Martha Herrera González
Martha Herrera González joined CEMEX 21 years ago and is currently the Director of Corporate Social Responsibility and Director of the CEMEX-Tec Center for the Development of Sustainable Communities. During her career, she has led social initiatives that have benefited and developed alliances with more than 12.6 million people in Mexico. Martha is a honors graduate from the first class of International Studies at Universidad de Monterrey. She also received scholarships to study for a Masters in Political Science at McGill University of Montreal, Canada, and a multinational Masters in Business Administration at University Adolfo Ibáñez in Miami and Deusto School of Business in Bilbao, Spain.

CEMEX – Supporting vulnerable communities

Interview with Martha Herrera González (CEMEX) by Katharina Münster
América Latina y el Caribe
21. Sep 2020

Hello Martha, could you briefly introduce CEMEX, especially its inclusive business model?

CEMEX is a global building materials company that provides high-quality products and reliable service to customers and communities around the globe. We have about 40,000 employees and are headquartered in Mexico. We have been doing inclusive business in Latin America for 25 years, since the creation of Patrimonio Hoy. Growing is the umbrella and global strategy of CEMEX’ inclusive and social business initiatives, combining three flagship business models: Patrimonio Hoy, Construyo Contigo, and Clean Cookstoves.

Patriomonio Hoy combines the global presence of CEMEX distribution with the power of microcredit. The programme offers integral solutions to low-income families by providing them with financial and technical assistance in the construction of their homes. With more than 100 offices in Latin America, Patrimonio Hoy enables families to build or improve their homes quicker, more efficiently and with more durable and insulating materials than would otherwise be possible.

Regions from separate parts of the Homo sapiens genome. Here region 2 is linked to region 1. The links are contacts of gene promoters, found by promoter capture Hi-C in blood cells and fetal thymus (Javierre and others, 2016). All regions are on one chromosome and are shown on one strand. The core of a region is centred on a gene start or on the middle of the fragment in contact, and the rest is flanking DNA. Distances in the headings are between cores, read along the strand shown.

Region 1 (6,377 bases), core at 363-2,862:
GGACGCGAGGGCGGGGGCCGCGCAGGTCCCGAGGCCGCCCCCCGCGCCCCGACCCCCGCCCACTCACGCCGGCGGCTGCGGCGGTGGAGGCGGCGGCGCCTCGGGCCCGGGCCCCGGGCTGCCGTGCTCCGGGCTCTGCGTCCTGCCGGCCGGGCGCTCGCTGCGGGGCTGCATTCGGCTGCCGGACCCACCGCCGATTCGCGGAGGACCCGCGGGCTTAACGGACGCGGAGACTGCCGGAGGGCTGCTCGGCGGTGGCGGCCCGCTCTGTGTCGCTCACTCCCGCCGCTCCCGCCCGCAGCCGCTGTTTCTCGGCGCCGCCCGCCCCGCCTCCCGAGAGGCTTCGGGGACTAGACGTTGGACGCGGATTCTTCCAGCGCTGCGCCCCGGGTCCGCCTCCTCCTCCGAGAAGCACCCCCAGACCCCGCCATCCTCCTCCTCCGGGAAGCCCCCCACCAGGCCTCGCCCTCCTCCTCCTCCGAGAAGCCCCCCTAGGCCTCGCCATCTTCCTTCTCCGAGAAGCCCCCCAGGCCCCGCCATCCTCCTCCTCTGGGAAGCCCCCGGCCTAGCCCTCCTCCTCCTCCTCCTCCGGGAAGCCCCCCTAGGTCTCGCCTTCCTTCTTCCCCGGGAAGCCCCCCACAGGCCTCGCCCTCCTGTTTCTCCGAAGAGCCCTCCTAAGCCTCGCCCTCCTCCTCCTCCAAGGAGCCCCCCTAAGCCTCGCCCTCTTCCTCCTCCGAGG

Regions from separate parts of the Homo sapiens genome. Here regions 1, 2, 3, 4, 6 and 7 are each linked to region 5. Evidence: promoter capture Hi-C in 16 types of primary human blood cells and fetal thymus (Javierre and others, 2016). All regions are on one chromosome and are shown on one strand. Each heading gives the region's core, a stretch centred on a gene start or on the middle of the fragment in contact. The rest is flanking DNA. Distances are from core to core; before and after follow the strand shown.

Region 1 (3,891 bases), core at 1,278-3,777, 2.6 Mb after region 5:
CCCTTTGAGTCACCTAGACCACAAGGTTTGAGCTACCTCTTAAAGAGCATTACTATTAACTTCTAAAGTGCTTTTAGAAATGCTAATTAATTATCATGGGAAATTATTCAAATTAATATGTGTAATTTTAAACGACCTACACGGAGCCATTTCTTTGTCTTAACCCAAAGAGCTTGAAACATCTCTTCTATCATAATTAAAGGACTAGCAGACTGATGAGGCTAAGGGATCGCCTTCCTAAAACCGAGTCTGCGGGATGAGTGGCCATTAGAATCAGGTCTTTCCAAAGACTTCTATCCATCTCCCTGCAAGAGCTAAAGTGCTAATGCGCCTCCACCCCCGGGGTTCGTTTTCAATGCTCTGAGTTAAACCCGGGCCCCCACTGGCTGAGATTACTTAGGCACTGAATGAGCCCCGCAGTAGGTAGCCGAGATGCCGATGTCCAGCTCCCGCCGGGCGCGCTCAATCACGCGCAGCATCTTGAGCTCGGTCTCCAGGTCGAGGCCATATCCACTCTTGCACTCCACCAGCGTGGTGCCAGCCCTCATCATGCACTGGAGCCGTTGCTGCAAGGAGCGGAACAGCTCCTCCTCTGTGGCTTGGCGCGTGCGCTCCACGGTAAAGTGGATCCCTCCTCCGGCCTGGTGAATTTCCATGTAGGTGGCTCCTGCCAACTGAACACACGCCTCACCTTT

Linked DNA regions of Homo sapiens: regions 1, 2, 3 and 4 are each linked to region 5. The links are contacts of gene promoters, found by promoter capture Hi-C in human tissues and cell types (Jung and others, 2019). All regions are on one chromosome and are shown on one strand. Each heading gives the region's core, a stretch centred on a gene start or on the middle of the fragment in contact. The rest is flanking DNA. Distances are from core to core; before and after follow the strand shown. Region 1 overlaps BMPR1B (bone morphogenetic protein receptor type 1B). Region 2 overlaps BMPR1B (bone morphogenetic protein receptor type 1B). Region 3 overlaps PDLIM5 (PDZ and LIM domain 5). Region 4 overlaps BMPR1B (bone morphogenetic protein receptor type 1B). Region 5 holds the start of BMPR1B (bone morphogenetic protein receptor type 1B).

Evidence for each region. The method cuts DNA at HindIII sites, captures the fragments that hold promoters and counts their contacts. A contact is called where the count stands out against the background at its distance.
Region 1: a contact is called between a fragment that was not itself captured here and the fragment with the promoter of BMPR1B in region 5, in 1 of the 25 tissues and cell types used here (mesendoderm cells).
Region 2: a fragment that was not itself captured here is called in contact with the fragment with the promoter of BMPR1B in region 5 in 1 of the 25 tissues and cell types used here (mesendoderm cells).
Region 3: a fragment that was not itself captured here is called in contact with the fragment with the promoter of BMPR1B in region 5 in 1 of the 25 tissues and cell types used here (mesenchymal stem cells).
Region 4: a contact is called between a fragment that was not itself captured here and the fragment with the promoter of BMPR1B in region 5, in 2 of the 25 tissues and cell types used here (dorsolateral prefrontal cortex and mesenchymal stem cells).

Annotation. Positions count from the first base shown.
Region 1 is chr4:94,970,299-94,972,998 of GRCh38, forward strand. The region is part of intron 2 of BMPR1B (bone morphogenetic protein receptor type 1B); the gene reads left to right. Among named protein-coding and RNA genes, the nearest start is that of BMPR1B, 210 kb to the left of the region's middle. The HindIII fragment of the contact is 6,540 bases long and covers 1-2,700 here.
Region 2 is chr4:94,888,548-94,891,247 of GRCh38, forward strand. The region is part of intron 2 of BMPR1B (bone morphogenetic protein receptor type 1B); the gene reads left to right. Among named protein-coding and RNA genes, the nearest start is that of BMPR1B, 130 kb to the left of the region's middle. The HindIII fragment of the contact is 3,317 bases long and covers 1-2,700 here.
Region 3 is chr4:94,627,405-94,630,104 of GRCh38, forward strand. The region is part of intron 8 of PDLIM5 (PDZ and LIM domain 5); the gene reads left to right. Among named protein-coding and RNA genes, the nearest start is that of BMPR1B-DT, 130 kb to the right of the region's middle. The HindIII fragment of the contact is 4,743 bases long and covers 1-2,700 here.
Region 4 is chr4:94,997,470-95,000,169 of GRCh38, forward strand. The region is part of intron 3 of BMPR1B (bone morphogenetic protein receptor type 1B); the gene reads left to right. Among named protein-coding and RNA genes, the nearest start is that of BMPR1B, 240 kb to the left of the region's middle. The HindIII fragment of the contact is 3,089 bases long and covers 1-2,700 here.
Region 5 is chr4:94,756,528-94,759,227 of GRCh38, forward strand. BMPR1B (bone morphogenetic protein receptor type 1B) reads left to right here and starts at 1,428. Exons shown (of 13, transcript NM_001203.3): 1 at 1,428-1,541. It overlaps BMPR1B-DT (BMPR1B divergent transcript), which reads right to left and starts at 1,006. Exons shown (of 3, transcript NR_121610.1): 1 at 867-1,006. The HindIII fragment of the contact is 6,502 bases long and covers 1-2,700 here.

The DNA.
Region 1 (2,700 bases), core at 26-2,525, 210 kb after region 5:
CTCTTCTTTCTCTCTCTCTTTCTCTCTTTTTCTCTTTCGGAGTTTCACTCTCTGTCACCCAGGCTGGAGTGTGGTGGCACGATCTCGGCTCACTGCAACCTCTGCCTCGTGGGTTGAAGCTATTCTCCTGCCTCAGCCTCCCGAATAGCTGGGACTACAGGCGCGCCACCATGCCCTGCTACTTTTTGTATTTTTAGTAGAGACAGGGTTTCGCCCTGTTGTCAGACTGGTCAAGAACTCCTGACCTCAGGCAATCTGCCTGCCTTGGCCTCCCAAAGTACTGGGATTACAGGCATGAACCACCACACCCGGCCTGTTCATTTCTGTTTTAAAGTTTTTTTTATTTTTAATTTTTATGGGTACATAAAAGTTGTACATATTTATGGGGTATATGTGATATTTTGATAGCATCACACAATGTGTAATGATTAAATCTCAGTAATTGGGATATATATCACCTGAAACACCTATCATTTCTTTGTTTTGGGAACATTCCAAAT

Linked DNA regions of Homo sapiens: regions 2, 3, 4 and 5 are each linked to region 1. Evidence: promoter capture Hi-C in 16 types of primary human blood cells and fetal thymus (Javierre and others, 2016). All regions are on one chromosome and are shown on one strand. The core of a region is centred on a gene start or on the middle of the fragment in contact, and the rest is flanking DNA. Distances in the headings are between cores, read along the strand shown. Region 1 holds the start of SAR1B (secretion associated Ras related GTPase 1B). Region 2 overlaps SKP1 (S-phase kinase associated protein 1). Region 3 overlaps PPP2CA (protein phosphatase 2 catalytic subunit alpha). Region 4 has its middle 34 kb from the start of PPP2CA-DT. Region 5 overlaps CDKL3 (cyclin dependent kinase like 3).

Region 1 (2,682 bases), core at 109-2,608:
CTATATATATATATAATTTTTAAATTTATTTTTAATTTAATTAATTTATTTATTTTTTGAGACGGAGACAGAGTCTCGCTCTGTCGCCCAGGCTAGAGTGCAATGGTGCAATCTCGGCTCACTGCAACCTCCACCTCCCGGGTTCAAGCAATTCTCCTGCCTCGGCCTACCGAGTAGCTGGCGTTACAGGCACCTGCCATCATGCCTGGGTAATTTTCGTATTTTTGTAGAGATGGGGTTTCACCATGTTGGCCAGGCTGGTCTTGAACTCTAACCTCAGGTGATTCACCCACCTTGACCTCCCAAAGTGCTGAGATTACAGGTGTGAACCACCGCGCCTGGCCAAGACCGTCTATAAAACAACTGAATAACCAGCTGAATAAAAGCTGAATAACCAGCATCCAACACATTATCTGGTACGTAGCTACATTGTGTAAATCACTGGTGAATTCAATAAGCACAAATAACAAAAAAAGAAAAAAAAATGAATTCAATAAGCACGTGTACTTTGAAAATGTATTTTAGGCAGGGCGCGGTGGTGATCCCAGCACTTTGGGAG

Construyo Contigo is designed to not only improve housing for low-income families but also support them develop capabilities to actually overcome poverty – by offering the training, funding and technical assistance they require to construct their own homes. Its business model is based on a public-private partnership involving local governments, non-profit organisations and universities. More than 5,500 families in Mexico and Colombia have benefited from this business model since 2010. Find more details here (Spanish).

Joining forces with social entrepreneurs, CEMEX creates affordable community solutions that provide access to basic services like clean water, energy, and waste management. In 2014, as a clear example of this commitment, we introduced our hybrid-value-chain model and our own efficient cookstove model, the CEMEX eko-stove. Our first two projects take place in Mexico and Guatemala, where we partner with local social entrepreneurs to produce stoves, raise awareness and promote adoption. The clean cookstove provides a safe alternative to traditional cooking methods and has numerous social, environmental and economic benefits.

Thank you. Covid-19 has been ongoing for about six months. How did you experience these from a business perspective?

The construction industry has been recognised for many years for prioritising safety and support behaviours that protect people’s wellbeing. It is evident that our operations, including inclusive business activities, were disrupted due to the social distancing in some cities. We have been able to continue operating some of our projects with stronger safety measures.

As part of our response to this crisis, we launched a comprehensive response strategy of three components: protect our employees and families, support our communities, and build back better. In the build back better component, we are reconfiguring our social impact investment, including inclusive business, to find ways to support the economic recovery rapidly in partnership with local organisations and with focus on education, employment, and entrepreneurship.